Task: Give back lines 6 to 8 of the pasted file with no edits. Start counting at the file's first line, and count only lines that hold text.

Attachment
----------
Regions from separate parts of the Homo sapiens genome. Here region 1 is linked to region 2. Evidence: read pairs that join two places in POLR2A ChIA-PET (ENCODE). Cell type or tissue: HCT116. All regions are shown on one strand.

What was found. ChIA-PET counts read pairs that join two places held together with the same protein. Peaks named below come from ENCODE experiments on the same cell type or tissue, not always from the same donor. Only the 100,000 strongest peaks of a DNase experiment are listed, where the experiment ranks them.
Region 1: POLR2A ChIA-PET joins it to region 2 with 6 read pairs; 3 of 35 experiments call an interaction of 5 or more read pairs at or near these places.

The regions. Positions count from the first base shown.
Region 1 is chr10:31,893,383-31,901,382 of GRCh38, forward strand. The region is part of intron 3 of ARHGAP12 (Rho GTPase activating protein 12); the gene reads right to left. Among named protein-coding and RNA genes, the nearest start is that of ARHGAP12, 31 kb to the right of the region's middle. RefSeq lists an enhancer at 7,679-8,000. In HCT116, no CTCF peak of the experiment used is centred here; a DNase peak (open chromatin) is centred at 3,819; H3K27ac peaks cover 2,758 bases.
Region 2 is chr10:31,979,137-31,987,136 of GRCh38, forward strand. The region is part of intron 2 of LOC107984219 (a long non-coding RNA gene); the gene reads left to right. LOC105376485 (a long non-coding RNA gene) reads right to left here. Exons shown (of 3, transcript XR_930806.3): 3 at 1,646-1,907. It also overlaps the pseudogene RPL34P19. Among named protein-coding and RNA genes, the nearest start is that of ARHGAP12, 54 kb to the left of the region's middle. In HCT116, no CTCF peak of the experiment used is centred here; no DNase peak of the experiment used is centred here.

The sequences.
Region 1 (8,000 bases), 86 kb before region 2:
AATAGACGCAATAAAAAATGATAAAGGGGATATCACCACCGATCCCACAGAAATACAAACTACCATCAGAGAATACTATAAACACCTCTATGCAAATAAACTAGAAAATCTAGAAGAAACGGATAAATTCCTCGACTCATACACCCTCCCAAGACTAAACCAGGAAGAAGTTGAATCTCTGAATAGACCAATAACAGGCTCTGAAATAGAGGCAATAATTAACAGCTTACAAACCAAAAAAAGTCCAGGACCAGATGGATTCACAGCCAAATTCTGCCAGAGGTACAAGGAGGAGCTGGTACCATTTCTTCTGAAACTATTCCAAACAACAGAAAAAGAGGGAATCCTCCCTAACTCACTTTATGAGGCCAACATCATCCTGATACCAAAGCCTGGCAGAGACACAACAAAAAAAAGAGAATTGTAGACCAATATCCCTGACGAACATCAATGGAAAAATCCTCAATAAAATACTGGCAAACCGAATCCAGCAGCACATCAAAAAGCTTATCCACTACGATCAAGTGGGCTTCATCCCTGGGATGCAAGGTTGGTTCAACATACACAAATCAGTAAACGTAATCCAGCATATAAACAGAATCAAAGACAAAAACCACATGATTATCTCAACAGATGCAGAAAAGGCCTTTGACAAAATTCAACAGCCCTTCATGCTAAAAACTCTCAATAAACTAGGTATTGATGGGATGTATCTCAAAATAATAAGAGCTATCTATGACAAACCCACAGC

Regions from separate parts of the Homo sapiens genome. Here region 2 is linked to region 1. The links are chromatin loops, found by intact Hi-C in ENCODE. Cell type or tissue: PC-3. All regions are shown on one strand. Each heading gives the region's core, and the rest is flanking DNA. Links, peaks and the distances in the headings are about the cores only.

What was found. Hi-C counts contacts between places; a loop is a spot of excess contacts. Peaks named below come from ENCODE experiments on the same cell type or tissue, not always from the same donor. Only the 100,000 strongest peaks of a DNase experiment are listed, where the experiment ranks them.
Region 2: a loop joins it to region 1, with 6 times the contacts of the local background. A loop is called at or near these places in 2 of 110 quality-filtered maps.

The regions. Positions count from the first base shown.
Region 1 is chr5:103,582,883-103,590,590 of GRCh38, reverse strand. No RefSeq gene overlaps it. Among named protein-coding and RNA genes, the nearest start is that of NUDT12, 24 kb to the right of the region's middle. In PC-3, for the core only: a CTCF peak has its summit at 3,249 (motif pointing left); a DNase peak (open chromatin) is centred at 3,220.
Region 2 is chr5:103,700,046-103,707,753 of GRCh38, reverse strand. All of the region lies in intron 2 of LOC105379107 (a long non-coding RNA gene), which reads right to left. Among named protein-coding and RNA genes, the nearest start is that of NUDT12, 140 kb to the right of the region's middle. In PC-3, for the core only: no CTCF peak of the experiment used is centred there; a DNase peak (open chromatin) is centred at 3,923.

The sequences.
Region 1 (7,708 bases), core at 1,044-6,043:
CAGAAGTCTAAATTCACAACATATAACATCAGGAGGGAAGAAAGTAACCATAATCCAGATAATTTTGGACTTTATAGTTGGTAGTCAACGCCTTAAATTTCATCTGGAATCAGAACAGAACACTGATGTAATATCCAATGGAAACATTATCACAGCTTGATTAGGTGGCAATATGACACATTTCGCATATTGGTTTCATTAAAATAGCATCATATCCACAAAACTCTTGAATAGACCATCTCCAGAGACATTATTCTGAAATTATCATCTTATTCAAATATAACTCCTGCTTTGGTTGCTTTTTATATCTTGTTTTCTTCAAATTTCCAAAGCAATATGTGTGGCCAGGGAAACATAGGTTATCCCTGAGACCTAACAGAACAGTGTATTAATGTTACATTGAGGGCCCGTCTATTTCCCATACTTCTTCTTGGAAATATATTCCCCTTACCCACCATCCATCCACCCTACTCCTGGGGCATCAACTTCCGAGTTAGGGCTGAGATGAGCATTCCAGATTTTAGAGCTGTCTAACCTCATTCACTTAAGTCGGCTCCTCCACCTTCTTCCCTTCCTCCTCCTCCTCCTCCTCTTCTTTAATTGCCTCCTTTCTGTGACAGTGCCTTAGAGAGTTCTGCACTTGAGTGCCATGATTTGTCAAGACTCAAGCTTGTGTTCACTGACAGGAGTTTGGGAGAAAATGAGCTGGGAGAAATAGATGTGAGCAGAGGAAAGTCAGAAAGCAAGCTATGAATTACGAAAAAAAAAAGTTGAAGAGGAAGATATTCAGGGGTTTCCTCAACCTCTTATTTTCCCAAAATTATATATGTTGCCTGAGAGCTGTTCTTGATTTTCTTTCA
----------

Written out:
Region 2 is chr10:31,979,137-31,987,136 of GRCh38, forward strand. The region is part of intron 2 of LOC107984219 (a long non-coding RNA gene); the gene reads left to right. LOC105376485 (a long non-coding RNA gene) reads right to left here. Exons shown (of 3, transcript XR_930806.3): 3 at 1,646-1,907. It also overlaps the pseudogene RPL34P19. Among named protein-coding and RNA genes, the nearest start is that of ARHGAP12, 54 kb to the left of the region's middle. In HCT116, no CTCF peak of the experiment used is centred here; no DNase peak of the experiment used is centred here.

The sequences.
Region 1 (8,000 bases), 86 kb before region 2: